FIGURE 2.4 Regression lines based on two different samples.

to "fit" the scatters reasonably well: SRFi is based on the first sample, and SRF2 is based on the second sample. Which of the two regression lines represents the "true" population regression line? If we avoid the temptation of looking at Figure 2.1, which purportedly represents the PR, there is no way we can be absolutely sure that either of the regression lines shown in Figure 2.4 represents the true population regression line (or curve). The regression lines in Figure 2.4 are known as the sample regression lines. Sup-


posedly they represent the population regression line, but because of sampling fluctuations they are at best an approximation of the true PR. In general, we would get N different SRFs for N different samples, and these SRFs are not likely to be the same.

Now, analogously to the PRF that underlies the population regression line, we can develop the concept of the sample regression function (SRF) to represent the sample regression line. The sample counterpart of (2.2.2) may be written as

where Y is read as "Y-hat" or "Y-cap" Yj = estimator of E(Y | Xj) fa = estimator of fa fa = estimator of fa

Note that an estimator, also known as a (sample) statistic, is simply a rule or formula or method that tells how to estimate the population parameter from the information provided by the sample at hand. A particular numerical value obtained by the estimator in an application is known as an estimate.13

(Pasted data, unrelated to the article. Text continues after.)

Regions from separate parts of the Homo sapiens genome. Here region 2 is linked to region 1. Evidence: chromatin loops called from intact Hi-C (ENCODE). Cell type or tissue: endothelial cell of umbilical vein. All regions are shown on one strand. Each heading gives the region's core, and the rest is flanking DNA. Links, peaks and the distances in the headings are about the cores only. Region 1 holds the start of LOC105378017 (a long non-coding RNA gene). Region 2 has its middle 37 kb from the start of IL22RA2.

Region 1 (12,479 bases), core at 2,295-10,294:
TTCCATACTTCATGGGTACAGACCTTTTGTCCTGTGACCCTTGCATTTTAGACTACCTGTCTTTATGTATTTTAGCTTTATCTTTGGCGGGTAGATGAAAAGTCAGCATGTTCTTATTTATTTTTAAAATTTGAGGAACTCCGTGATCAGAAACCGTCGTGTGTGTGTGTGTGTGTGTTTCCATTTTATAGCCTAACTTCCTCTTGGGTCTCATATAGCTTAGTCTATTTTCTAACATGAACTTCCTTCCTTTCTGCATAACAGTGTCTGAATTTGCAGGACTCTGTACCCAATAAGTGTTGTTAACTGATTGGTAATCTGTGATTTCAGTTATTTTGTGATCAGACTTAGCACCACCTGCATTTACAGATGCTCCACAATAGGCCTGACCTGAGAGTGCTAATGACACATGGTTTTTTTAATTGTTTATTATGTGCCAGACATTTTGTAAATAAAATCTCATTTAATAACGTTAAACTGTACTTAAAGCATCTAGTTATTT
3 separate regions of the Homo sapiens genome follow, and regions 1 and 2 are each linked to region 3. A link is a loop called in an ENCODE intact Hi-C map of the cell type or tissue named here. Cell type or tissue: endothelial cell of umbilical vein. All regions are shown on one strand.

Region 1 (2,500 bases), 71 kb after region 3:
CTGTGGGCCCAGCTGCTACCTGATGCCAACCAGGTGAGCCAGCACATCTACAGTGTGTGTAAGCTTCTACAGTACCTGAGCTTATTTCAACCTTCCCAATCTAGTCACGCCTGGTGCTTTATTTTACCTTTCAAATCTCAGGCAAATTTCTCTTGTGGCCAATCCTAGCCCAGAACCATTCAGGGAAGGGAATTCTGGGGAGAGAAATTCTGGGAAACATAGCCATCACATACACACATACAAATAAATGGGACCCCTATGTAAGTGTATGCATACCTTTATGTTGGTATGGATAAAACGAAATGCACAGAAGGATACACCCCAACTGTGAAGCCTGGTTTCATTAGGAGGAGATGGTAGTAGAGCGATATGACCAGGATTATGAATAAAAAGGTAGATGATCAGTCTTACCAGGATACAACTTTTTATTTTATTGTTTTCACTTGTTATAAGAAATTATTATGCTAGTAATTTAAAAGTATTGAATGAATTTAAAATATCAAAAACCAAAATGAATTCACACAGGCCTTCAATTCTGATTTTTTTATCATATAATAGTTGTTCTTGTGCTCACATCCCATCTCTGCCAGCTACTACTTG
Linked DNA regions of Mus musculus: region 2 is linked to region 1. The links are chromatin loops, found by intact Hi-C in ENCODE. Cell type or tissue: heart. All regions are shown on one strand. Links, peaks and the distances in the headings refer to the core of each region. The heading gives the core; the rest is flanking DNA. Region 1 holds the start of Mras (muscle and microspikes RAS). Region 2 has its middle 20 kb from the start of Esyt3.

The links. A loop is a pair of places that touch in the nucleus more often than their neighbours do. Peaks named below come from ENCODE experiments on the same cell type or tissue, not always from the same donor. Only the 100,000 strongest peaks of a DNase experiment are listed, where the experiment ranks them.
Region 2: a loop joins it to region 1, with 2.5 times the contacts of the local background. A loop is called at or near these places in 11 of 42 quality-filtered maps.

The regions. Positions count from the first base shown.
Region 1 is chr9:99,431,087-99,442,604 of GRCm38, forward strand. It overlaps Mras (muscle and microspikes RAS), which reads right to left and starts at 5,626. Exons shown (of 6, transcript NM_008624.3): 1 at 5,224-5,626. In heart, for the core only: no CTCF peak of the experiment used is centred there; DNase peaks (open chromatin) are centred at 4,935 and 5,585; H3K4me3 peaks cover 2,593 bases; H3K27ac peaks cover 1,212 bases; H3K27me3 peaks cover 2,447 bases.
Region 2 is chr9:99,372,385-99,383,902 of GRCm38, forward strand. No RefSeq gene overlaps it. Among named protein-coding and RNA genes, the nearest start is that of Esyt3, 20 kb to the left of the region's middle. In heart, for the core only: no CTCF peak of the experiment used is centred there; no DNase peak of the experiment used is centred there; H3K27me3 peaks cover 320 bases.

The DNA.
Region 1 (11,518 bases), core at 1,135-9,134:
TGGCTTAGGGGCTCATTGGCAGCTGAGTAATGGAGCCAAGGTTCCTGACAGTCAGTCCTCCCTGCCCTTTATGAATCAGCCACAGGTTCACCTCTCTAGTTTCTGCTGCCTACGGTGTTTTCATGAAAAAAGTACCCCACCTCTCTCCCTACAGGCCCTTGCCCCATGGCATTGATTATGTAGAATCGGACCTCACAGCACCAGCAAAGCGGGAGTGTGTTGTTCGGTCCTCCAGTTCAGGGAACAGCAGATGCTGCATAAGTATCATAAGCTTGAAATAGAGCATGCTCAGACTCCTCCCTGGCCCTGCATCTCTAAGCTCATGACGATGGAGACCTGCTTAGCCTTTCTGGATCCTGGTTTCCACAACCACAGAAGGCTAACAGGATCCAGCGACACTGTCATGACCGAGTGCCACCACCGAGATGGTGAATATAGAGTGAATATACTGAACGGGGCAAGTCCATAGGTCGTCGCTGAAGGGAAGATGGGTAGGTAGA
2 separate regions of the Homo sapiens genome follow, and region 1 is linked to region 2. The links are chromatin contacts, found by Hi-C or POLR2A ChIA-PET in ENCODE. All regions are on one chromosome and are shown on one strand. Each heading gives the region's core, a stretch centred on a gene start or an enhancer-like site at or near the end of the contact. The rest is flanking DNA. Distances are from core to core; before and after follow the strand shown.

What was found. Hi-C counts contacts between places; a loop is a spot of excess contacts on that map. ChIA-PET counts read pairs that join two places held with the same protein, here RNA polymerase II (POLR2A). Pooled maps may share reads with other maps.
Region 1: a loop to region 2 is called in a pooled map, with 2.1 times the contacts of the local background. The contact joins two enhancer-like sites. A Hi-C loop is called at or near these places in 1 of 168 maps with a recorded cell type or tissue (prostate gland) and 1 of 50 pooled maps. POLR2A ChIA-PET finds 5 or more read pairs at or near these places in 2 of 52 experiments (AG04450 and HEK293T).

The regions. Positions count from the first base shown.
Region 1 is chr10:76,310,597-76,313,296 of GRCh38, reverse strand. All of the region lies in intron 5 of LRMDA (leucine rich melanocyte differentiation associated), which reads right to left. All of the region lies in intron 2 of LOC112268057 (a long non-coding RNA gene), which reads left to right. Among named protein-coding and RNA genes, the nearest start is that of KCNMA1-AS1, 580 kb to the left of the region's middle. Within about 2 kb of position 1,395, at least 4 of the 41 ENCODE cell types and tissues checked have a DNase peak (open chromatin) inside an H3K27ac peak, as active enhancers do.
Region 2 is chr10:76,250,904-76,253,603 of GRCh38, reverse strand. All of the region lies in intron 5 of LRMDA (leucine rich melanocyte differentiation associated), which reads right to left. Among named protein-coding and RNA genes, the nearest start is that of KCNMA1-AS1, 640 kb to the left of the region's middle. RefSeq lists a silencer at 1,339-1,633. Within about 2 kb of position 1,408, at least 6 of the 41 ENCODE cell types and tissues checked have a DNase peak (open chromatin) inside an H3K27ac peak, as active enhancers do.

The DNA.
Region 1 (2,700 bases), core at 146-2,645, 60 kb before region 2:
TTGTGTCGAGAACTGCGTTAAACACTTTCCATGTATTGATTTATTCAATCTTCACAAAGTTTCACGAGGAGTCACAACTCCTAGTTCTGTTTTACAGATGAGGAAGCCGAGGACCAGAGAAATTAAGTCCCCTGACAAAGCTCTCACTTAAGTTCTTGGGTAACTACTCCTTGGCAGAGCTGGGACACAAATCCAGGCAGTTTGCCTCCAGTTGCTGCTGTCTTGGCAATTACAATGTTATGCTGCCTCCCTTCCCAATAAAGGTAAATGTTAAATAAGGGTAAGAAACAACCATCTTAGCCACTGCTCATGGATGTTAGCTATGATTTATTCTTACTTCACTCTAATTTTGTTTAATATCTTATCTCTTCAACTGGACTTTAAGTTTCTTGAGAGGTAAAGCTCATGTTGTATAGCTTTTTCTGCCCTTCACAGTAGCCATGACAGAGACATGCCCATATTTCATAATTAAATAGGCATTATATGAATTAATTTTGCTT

Now just as we expressed the PRF in two equivalent forms, (2.2.2) and (2.4.2), we can express the SRF (2.6.1) in its stochastic form as follows:

where, in addition to the symbols already defined, ui denotes the (sample) residual term. Conceptually Ui is analogous to ui and can be regarded as an estimate of ui. It is introduced in the SRF for the same reasons as ui was introduced in the PRF.

To sum up, then, we find our primary objective in regression analysis is to estimate the PRF

on the basis of the SRF

because more often than not our analysis is based upon a single sample from some population. But because of sampling fluctuations our estimate of

13As noted in the Introduction, a hat above a variable will signify an estimator of the relevant population value.


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